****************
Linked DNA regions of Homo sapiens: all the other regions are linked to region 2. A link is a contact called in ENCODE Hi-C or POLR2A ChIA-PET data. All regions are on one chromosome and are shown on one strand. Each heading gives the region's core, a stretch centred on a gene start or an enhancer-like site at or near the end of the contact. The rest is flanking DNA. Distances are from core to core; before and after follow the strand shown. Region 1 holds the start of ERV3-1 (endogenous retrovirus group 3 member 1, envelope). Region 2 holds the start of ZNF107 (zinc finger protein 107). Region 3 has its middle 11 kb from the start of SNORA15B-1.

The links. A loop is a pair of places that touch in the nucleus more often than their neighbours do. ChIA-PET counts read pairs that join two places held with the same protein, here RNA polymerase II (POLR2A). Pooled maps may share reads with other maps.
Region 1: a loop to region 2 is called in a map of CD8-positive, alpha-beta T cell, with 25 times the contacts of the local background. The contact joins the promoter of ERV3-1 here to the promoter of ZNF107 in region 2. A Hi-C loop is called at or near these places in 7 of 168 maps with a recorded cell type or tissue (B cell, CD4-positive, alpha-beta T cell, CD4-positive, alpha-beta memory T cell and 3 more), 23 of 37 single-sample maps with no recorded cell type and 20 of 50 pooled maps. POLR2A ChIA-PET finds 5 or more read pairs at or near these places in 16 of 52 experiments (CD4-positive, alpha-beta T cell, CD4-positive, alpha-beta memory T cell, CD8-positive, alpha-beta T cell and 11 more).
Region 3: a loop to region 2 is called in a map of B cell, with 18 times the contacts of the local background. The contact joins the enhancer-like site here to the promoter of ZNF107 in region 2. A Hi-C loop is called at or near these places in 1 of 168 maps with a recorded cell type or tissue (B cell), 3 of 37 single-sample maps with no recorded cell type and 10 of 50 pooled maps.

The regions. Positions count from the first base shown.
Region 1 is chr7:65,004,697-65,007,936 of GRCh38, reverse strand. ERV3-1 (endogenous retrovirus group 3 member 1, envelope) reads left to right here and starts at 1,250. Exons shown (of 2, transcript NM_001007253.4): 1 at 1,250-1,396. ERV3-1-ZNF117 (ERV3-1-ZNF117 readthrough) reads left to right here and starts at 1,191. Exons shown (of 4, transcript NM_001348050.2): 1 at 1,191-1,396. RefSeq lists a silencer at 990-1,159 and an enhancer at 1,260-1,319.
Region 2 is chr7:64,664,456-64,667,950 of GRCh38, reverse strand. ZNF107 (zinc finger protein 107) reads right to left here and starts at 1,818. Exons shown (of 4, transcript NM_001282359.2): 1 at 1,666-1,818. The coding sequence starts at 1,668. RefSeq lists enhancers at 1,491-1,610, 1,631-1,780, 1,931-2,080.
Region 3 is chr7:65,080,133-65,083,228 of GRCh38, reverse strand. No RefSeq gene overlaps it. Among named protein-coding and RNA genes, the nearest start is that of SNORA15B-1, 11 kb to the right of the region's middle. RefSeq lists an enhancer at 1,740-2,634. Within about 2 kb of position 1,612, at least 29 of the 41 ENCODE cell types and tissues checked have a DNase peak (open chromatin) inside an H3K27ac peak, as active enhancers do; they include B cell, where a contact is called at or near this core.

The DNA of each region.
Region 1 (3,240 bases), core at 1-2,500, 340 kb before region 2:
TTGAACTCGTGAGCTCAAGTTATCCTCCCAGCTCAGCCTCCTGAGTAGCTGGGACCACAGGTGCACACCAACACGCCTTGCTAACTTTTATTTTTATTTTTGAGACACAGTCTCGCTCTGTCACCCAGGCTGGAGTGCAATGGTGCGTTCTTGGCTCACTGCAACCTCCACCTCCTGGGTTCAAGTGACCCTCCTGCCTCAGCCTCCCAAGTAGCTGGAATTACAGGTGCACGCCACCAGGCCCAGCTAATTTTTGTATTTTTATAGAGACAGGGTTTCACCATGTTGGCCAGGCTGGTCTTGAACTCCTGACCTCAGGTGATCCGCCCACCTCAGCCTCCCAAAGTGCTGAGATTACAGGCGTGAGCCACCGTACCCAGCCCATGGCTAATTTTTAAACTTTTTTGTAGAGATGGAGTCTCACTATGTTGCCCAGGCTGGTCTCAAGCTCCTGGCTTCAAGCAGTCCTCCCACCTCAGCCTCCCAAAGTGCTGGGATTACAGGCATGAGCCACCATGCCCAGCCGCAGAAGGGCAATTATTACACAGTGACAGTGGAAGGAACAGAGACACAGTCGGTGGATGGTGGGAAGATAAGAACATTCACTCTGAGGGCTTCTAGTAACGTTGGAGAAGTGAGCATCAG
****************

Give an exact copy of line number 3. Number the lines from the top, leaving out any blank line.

Region 1: a loop to region 2 is called in a map of CD8-positive, alpha-beta T cell, with 25 times the contacts of the local background. The contact joins the promoter of ERV3-1 here to the promoter of ZNF107 in region 2. A Hi-C loop is called at or near these places in 7 of 168 maps with a recorded cell type or tissue (B cell, CD4-positive, alpha-beta T cell, CD4-positive, alpha-beta memory T cell and 3 more), 23 of 37 single-sample maps with no recorded cell type and 20 of 50 pooled maps. POLR2A ChIA-PET finds 5 or more read pairs at or near these places in 16 of 52 experiments (CD4-positive, alpha-beta T cell, CD4-positive, alpha-beta memory T cell, CD8-positive, alpha-beta T cell and 11 more).